by Nina Simon
When I was getting ready to query agents for my debut novel, I focused on making my first chapter the best I could. Countless craft books, podcasts, and essays reinforced how essential it is to make your first pages shine. (Here’s a terrific one from Hank Phillippi Ryan on that very topic.)
So I polished my prose. I put my main character in a pickle from the very first line. The result was a dynamite first chapter, one that helped me land an agent and eventually, a publisher.
But that particular first chapter? No. It’s no longer the first thing you’ll read when you open my book.
There was a problem with that first chapter. I wasn’t fulfilling the implicit promise I’d made to readers when I sent out to write a mystery.
Every reader comes into a genre novel with certain expectations.
If it’s a rom-com, readers expect fizzy romance. If it’s a thriller, readers expect suspense. If it’s a murder mystery, readers expect crime. They may not expect these elements to happen right away. There doesn’t need to be a kiss or a killer on page one. But the book has to feel like it is heading in that direction. That is the promise the writer is making. The tone, pace, and energy have to match readers’ expectations, reassuring them that they have picked up the kind of book they’ll love. This is especially true in the age of Kindle, when many readers (including me) choose books based on the first-page samples provided.
That first chapter of my novel? It didn’t feel like a mystery.
The way I wrote it, in chapter one, the main character, Lana Rubicon, got diagnosed with cancer and left her fast-paced life in LA to seek treatment. Lana was in crisis, but her crisis was medical, not criminal. It wasn’t until chapter two when, laid up in her daughter’s small town, Lana saw something suspicious and started investigating.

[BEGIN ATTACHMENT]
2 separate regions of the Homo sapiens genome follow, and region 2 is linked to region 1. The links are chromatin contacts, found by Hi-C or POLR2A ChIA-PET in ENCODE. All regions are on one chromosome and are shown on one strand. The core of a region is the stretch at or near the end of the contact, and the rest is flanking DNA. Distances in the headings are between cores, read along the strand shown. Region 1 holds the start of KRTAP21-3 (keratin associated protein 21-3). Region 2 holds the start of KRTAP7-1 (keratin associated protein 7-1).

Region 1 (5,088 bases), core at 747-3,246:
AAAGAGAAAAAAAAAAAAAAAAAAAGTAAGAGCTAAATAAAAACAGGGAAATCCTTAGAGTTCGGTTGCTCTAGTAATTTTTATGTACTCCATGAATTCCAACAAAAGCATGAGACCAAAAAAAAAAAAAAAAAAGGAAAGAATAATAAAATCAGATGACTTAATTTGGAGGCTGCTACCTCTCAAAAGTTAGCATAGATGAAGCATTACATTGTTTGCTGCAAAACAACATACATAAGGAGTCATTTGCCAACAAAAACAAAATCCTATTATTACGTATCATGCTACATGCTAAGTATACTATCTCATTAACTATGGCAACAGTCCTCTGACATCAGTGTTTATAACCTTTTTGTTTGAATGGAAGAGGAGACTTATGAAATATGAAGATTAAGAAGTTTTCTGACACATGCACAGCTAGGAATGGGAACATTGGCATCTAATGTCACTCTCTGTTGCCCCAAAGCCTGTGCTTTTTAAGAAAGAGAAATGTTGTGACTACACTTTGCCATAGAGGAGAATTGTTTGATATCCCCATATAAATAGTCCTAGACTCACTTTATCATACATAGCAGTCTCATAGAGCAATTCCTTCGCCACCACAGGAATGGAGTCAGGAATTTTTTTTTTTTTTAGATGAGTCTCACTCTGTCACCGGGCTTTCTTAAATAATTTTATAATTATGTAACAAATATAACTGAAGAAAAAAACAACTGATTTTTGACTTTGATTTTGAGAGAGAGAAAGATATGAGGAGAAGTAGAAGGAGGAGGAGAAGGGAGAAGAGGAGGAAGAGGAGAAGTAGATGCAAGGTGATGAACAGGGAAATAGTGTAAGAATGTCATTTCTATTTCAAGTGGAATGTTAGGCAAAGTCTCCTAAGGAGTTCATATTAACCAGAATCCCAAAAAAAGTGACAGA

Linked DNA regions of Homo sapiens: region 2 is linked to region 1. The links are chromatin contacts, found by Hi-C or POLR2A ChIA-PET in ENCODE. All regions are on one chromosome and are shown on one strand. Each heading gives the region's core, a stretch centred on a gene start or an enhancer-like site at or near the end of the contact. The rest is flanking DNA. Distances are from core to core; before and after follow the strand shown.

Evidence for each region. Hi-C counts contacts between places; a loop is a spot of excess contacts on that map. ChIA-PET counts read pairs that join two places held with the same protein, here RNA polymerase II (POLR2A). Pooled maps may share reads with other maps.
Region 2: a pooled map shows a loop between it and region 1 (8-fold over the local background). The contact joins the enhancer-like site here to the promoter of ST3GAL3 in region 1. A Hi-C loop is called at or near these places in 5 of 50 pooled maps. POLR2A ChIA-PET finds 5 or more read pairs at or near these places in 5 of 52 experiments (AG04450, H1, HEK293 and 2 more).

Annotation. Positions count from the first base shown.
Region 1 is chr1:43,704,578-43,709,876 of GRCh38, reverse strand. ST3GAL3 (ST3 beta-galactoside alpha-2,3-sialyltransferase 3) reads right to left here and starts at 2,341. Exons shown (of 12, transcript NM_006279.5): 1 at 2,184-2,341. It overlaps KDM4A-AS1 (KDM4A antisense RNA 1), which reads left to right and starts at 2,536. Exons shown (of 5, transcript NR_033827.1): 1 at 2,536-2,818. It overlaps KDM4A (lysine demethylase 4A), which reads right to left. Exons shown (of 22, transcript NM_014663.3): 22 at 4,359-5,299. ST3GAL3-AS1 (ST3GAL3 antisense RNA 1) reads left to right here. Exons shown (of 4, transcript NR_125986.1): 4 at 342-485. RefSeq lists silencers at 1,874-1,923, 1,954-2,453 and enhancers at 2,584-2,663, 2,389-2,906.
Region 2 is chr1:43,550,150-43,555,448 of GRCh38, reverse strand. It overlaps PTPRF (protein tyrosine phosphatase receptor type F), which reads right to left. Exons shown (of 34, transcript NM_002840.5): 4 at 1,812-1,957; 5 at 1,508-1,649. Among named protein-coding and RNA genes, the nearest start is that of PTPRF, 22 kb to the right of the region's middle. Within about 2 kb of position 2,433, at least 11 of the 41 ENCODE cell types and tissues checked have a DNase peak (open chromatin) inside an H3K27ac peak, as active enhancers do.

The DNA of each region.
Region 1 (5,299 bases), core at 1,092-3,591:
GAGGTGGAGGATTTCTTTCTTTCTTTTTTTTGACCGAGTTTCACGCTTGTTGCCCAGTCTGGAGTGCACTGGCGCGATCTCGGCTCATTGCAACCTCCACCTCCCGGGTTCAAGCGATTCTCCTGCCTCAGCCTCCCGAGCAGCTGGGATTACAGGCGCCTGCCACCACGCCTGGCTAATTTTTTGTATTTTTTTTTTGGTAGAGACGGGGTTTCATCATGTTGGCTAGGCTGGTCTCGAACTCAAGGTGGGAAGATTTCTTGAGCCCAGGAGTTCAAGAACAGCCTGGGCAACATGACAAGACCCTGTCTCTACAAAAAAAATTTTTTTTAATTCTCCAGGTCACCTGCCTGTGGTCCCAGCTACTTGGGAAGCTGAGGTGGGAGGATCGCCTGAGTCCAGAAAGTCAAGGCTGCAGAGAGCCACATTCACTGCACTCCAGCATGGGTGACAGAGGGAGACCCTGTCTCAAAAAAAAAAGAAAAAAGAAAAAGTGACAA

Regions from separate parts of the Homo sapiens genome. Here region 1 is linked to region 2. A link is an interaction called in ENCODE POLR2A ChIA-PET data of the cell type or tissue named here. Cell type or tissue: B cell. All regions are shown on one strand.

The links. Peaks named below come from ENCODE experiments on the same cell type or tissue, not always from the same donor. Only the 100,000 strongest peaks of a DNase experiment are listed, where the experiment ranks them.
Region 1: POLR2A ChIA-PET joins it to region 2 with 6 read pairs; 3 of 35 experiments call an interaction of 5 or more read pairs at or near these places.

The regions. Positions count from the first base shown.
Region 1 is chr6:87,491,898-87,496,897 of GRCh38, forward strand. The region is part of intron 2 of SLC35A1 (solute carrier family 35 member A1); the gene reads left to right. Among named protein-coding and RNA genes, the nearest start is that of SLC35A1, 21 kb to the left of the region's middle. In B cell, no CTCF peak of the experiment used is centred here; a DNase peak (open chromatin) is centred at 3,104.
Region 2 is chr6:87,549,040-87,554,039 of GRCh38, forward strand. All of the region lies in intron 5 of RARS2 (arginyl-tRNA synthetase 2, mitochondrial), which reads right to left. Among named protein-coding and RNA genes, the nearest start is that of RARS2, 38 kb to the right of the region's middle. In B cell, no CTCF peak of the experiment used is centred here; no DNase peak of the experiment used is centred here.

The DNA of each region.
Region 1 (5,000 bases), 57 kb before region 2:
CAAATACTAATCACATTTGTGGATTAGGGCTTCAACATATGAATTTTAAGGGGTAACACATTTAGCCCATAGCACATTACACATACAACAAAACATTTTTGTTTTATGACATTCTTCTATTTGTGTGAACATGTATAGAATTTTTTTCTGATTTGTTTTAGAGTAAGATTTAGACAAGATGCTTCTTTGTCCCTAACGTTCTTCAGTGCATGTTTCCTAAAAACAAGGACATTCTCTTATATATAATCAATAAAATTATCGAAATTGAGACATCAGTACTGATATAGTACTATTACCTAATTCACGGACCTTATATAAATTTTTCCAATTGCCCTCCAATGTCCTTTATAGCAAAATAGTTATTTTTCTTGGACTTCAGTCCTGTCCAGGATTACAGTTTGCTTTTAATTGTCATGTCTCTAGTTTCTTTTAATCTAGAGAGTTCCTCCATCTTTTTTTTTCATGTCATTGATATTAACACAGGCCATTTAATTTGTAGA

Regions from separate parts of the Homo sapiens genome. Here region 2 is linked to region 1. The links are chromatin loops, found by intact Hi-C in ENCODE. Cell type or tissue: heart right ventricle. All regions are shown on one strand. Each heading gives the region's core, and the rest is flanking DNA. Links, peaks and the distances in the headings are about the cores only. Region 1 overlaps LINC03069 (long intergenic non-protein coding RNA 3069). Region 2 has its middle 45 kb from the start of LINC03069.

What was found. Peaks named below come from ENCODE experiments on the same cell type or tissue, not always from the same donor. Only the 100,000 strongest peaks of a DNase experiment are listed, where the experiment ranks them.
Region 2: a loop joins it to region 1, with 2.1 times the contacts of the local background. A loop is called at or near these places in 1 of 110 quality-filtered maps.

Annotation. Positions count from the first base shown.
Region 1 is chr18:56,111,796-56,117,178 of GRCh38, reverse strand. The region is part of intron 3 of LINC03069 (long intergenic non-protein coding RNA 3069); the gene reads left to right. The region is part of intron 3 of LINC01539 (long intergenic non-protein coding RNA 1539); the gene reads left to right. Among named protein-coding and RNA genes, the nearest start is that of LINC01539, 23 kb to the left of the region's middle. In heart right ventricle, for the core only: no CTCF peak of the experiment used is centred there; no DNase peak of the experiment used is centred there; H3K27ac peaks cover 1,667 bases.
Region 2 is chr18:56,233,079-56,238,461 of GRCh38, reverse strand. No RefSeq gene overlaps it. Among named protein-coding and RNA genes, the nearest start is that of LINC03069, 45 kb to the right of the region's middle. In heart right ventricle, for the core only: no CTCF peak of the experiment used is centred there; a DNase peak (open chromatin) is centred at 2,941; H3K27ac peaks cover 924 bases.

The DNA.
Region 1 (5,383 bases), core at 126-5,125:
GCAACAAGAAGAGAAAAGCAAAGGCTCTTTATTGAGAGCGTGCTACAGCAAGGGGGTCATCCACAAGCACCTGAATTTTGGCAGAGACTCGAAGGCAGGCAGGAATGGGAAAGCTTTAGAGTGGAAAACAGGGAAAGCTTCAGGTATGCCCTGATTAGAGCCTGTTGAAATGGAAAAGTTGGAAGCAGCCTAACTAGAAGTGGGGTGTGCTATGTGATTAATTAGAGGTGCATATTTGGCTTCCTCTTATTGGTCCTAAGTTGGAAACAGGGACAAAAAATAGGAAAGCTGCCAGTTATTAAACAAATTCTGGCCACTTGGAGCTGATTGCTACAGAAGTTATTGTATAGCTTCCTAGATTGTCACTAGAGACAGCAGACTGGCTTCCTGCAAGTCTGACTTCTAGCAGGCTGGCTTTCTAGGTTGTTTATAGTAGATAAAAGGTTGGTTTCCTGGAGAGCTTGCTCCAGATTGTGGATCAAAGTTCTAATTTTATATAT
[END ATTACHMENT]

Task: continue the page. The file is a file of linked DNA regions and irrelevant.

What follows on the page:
From a plot perspective, it wasn’t “too late” for the investigation to start in chapter two. I had to establish what set Lana on her journey to solving crime. But from a tonal perspective, I’d screwed up.
The first chapter felt like women’s fiction, not a mystery. It didn’t take place in the setting of the mystery. And it only involved one of the three Rubicon women who would solve the crime. It would have been easy to read my first chapter and assume it was a story about a bossy lady with cancer and not a mystery at all.
How do you solve this problem? In my case, my editor suggested adding a prologue. I tried writing a flash-forward to the murder, but that made it feel more like a thriller than a traditional detective story.
Instead, I wrote a short prologue that introduced all three main characters in the setting where the murders would take place. Nothing criminal happens in this prologue. Very little happens at all. But—crucially— it establishes a mysterious, murder-y tone from the very first line.
Here’s how it starts: “Beth knew she couldn’t leave for work until she dealt with the dead body on the beach.”
It goes on to tell the simple story of Beth Rubicon and her daughter Jack, working together to bury a harbor seal that had washed up below their home in a coastal marsh. Very little happens in this prologue, but the language screams mystery. I was deliberate with my word choice, keeping the tone spooky. I fixated on the seal carcass, the scavenging vultures, even Beth’s shovel. I introduced Lana, Beth’s mother, as someone distant and vaguely menacing. And I ended on a foreboding note. The resulting prologue gives readers confidence that this is indeed a murder mystery, with sinister crimes to come.
The irony is that adding this prologue means it actually takes longer to get to the dead body at the center of my novel. But that’s okay. Readers are more likely to stay with the story—including through the cancer diagnosis detour—because I established the promise of mystery from page one.
The concept of the genre promise applies to all genre projects. Think of it like establishing the musical theme for a TV show, or the overture to a symphony. If you’re writing a zany romp, it should feel fun from page one, even if your character starts off in a terrible slump. If you’re writing a spy thriller, it has to put readers on edge right away, even if the trap is not yet set.
Your book should feel like itself from page one.
How are you using your first pages to fulfill your genre promise? Let’s talk about it on the Career Authors Facebook page.
Nina Simon writes crime stories about strong women. A former NASA engineer, slam poet, and museum director, Nina lives with her family in an off-grid community in the Santa Cruz Mountains. Mother-Daughter Murder Night is her first novel.
Learn more about Nina on Facebook, Instagram, and Twitter: @ninaksimon.